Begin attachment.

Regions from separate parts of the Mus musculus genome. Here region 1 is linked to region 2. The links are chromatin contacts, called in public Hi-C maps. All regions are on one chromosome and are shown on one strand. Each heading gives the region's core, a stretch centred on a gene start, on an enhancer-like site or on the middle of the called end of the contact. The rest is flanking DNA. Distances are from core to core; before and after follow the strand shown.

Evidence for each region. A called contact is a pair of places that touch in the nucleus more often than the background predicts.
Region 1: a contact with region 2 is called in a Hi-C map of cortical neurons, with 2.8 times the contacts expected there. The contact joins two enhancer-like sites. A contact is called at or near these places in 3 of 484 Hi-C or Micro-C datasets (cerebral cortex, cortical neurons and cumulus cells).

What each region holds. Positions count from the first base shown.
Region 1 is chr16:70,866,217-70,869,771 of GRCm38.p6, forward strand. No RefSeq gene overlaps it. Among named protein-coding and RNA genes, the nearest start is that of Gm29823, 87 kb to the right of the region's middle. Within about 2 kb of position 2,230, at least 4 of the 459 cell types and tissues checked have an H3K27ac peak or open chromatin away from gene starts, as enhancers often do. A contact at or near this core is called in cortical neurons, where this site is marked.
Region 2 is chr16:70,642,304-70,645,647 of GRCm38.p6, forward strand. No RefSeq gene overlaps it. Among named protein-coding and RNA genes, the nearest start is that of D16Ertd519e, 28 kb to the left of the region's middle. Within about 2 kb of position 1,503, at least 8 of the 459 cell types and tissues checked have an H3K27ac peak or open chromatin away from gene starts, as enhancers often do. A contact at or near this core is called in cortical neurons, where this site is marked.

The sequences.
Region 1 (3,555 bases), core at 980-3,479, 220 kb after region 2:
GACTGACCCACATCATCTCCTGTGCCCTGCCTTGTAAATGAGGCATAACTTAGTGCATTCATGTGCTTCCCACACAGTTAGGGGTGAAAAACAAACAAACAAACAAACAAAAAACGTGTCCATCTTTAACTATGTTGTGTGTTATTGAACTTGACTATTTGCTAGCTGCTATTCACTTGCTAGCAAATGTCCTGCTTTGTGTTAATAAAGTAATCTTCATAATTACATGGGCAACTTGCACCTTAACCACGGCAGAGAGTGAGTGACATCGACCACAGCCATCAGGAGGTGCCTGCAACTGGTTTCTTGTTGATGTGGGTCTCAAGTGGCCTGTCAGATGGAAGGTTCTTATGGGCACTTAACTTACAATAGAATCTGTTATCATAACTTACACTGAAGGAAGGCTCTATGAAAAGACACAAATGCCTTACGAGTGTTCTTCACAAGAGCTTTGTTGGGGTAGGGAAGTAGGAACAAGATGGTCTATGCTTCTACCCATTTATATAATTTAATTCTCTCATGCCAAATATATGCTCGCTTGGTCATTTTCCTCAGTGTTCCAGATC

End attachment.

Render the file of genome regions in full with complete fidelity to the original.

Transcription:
Regions from separate parts of the Mus musculus genome. Here region 1 is linked to region 2. The links are chromatin contacts, called in public Hi-C maps. All regions are on one chromosome and are shown on one strand. Each heading gives the region's core, a stretch centred on a gene start, on an enhancer-like site or on the middle of the called end of the contact. The rest is flanking DNA. Distances are from core to core; before and after follow the strand shown.

Evidence for each region. A called contact is a pair of places that touch in the nucleus more often than the background predicts.
Region 1: a contact with region 2 is called in a Hi-C map of cortical neurons, with 2.8 times the contacts expected there. The contact joins two enhancer-like sites. A contact is called at or near these places in 3 of 484 Hi-C or Micro-C datasets (cerebral cortex, cortical neurons and cumulus cells).

What each region holds. Positions count from the first base shown.
Region 1 is chr16:70,866,217-70,869,771 of GRCm38.p6, forward strand. No RefSeq gene overlaps it. Among named protein-coding and RNA genes, the nearest start is that of Gm29823, 87 kb to the right of the region's middle. Within about 2 kb of position 2,230, at least 4 of the 459 cell types and tissues checked have an H3K27ac peak or open chromatin away from gene starts, as enhancers often do. A contact at or near this core is called in cortical neurons, where this site is marked.
Region 2 is chr16:70,642,304-70,645,647 of GRCm38.p6, forward strand. No RefSeq gene overlaps it. Among named protein-coding and RNA genes, the nearest start is that of D16Ertd519e, 28 kb to the left of the region's middle. Within about 2 kb of position 1,503, at least 8 of the 459 cell types and tissues checked have an H3K27ac peak or open chromatin away from gene starts, as enhancers often do. A contact at or near this core is called in cortical neurons, where this site is marked.

The sequences.
Region 1 (3,555 bases), core at 980-3,479, 220 kb after region 2:
GACTGACCCACATCATCTCCTGTGCCCTGCCTTGTAAATGAGGCATAACTTAGTGCATTCATGTGCTTCCCACACAGTTAGGGGTGAAAAACAAACAAACAAACAAACAAAAAACGTGTCCATCTTTAACTATGTTGTGTGTTATTGAACTTGACTATTTGCTAGCTGCTATTCACTTGCTAGCAAATGTCCTGCTTTGTGTTAATAAAGTAATCTTCATAATTACATGGGCAACTTGCACCTTAACCACGGCAGAGAGTGAGTGACATCGACCACAGCCATCAGGAGGTGCCTGCAACTGGTTTCTTGTTGATGTGGGTCTCAAGTGGCCTGTCAGATGGAAGGTTCTTATGGGCACTTAACTTACAATAGAATCTGTTATCATAACTTACACTGAAGGAAGGCTCTATGAAAAGACACAAATGCCTTACGAGTGTTCTTCACAAGAGCTTTGTTGGGGTAGGGAAGTAGGAACAAGATGGTCTATGCTTCTACCCATTTATATAATTTAATTCTCTCATGCCAAATATATGCTCGCTTGGTCATTTTCCTCAGTGTTCCAGATC